Ah, sweetly they slumber, nor love, hope, or fear;
Peace, peace is the watchword, the only one here.

Unto Death, to whom monarchs must bow?
Ah no! for his empire is known,

And here there are trophies enow!
Beneath, the cold dead, and around, the dark stone,
Are the signs of a sceptre that none may disown.

The first tabernacle to Hope we will build,
And look for the sleepers around us to rise ;

The second to Faith, that insures it fulfilled; And the third to the Lamb of the great sacrifice, Who bequeathed us them both when he rose to the skies.

HERBERT KNOWLES.

The Mariner's Dream.

In slumbers of midnight the sailor-boy lay;

His hammock swung loose at the sport of the wind;

But watch-worn and weary, his cares flew away,

And visions of happiness danced o'er his mind.

He dreamt of his home, of his dear native bowers,

And pleasures that waited on life's merry morn; While memory stood sideways half covered with flowers,

And restored every rose, but secreted its thorn.

Then Fancy her magical pinions spread wide,

And bade the young dreamer in ecstasy rise; Now far, far behind him the green waters glide,

And the cot of his forefathers blesses his eyes.

The jessainine clambers in flower o'er the thatch,

And the swallow chirps sweet from her nest in the wall; All trembling with transport he raises the latch,

And the voices of loved ones reply to his call.

A father bends o'er him with looks of delight;

His cheek is impearled with a mother's warm tear; And the lips of the boy in a love-kiss unite

With the lips of the maid whom his bosom holds dear.

The heart of the sleeper beats high in his breast;

Joy quickens his pulses,—his hardships seem o'er; And a murmur of happiness steals through his rest, — “O God! thou hast blest me, -I ask for no more."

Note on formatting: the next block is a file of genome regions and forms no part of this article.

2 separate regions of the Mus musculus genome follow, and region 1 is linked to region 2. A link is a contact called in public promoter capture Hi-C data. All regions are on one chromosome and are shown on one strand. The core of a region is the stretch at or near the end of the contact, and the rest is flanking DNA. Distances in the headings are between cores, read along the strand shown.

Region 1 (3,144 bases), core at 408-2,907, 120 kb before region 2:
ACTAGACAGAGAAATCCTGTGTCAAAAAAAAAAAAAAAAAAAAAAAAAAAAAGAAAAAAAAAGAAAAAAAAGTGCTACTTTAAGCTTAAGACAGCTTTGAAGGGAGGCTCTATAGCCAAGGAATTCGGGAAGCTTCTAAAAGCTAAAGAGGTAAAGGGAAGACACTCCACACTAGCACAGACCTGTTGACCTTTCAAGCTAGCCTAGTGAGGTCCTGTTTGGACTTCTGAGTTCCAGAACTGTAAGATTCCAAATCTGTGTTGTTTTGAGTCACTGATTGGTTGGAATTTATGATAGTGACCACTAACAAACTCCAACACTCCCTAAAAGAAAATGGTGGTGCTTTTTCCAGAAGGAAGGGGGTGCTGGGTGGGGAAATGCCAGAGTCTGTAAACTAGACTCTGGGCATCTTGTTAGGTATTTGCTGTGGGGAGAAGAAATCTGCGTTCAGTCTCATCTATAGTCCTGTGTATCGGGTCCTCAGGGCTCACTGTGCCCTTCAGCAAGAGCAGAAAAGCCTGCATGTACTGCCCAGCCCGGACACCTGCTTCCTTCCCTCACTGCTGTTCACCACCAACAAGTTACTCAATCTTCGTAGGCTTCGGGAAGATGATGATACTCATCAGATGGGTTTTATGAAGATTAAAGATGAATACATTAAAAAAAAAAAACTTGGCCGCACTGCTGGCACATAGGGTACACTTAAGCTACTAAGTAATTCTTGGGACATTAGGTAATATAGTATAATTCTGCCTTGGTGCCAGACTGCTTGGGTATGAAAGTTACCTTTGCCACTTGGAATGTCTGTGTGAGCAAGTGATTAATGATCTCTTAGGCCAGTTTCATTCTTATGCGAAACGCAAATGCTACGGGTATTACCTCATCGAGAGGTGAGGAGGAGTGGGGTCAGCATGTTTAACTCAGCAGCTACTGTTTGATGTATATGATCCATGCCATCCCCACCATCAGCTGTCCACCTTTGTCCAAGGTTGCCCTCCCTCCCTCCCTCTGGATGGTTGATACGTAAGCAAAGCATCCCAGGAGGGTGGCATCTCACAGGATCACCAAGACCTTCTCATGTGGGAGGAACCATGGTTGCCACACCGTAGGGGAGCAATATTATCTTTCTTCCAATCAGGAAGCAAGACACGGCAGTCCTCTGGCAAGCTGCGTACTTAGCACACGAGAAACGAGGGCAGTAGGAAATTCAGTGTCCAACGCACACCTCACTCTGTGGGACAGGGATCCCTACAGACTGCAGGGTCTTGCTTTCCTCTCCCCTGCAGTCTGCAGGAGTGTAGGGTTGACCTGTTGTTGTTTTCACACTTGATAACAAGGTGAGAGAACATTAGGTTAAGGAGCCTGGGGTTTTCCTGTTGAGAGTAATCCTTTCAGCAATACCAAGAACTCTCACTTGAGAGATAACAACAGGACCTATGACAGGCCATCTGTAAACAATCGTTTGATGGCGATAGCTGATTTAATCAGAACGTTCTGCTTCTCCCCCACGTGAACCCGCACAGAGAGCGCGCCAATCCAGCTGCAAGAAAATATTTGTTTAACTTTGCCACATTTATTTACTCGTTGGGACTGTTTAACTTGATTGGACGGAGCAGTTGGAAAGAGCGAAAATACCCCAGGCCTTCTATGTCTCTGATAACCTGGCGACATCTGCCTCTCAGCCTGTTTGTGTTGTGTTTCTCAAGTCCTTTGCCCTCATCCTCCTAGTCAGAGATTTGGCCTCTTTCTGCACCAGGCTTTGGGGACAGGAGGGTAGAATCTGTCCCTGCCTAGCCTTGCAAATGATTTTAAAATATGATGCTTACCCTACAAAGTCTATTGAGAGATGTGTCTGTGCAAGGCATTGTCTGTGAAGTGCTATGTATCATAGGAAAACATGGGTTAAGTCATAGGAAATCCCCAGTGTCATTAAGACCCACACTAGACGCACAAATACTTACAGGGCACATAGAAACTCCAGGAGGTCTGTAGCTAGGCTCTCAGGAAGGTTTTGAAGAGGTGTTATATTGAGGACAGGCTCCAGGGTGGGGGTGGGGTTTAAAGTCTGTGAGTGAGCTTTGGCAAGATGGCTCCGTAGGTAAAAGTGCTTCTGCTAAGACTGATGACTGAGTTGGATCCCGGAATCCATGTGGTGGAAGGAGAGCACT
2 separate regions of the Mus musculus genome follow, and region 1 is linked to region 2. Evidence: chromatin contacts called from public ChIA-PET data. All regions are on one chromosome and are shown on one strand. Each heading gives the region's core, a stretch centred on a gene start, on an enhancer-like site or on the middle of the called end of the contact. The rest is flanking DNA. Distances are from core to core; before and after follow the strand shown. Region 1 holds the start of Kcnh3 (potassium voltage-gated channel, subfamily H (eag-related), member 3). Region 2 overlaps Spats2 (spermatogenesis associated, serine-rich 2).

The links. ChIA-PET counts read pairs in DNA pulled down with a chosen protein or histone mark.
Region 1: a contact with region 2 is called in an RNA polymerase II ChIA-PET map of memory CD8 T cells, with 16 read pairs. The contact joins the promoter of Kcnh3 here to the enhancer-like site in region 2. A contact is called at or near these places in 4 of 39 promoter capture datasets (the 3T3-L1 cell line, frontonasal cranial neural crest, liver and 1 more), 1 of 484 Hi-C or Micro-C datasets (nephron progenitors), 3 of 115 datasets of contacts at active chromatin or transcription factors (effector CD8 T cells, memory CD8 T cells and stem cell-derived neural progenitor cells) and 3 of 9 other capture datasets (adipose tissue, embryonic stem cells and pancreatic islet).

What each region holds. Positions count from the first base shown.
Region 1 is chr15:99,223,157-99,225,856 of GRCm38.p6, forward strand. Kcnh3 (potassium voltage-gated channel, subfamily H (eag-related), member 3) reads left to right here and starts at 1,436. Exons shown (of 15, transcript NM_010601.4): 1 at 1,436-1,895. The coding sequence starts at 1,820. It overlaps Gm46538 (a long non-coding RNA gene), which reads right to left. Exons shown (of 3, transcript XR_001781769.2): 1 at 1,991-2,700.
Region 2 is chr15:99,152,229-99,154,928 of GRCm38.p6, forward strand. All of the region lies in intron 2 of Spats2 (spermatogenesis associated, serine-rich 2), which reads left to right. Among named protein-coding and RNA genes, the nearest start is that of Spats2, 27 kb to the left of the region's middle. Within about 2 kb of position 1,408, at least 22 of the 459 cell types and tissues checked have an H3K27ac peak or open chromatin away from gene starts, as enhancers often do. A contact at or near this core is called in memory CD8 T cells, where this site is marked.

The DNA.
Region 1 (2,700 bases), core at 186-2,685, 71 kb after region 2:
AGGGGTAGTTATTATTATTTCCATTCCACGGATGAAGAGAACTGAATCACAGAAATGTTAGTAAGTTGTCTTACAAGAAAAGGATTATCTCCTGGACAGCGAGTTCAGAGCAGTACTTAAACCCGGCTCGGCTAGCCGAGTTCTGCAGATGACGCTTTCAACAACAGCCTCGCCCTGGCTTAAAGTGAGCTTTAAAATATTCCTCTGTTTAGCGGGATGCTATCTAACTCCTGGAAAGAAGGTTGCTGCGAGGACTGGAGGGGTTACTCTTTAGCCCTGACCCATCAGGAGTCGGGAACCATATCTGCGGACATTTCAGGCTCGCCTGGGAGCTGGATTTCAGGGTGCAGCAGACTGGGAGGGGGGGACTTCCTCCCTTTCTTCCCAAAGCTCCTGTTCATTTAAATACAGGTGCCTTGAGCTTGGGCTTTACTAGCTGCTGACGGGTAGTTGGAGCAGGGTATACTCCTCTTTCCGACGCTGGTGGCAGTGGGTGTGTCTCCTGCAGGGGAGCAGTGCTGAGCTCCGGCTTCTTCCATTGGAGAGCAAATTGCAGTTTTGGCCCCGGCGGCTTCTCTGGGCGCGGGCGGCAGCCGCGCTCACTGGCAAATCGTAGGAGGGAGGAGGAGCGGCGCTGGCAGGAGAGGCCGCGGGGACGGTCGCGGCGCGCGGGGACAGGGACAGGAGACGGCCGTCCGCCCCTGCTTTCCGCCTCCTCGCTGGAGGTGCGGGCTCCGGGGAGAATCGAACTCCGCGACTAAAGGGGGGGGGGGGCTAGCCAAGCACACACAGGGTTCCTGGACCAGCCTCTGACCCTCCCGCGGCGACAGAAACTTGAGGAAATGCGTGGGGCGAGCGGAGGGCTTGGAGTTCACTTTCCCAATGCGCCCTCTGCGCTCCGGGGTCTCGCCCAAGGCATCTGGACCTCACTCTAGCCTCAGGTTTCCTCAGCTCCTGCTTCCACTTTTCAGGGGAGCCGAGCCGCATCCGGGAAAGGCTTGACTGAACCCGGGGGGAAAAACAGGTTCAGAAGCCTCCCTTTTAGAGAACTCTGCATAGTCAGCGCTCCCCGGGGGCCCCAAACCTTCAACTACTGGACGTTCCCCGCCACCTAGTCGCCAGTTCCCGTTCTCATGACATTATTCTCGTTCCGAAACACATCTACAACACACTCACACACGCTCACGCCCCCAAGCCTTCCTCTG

Ah! whence is that flame which now bursts on his eye?

Ah! what is that sound which now 'larms on his ear? 'T is the lightning's red gleam, painting hell on the sky!

'T is the crashing of thunders, the groan of the sphere!

He springs from his hammock, he flies to the deck;

Amazement confronts him with images dire;
Wild winds and mad waves drive the vessel a-wreck;

The masts fly in splinters; the shrouds are on fire.

OLD GRIMES.

133

Like mountains the billows tremendously swell;

In vain the lost wretch calls on mercy to save; Unseen hands of spirits are ringing his knell,

And the death-angel flaps his broad wings o'er the wave!

O sailor-boy, woe to thy dream of delight!

In darkness dissolves the gay frost-work of bliss. Where now is the picture that fancy touched bright,

Thy parents' fond pressure, and love's honeyed kiss ?

O sailor-boy! sailor-boy! never again

Shall home, love, or kindred thy wishes repay; Unblessed and unhonored, down deep in the main,

Full many a fathom, thy frame shall decay.

No tomb shall e'er plead to remembrance for thee,

Or redeem form or fame from the merciless surge, But the white foam of waves shall thy winding-sheet be,

And winds in the midnight of winter thy dirge!

On a bed of green sea-flowers thy limbs shall be laid,

Around thy white bones the red coral shall grow; Of thy fair yellow locks threads of amber be made,

And every part suit to thy mansion below.

Days, months, years, and ages shall circle away,

And still the vast waters above thee shall roll;
Earth loses thy pattern forever and aye, -
O sailor-boyl sailor-boy! peace to thy soul !

WILLIAM DIMOND.

Old Grímes.

OLD GRIMES is dead; that good old man

We never shall see more;
He used to wear a long, black coat,

All buttoned down before.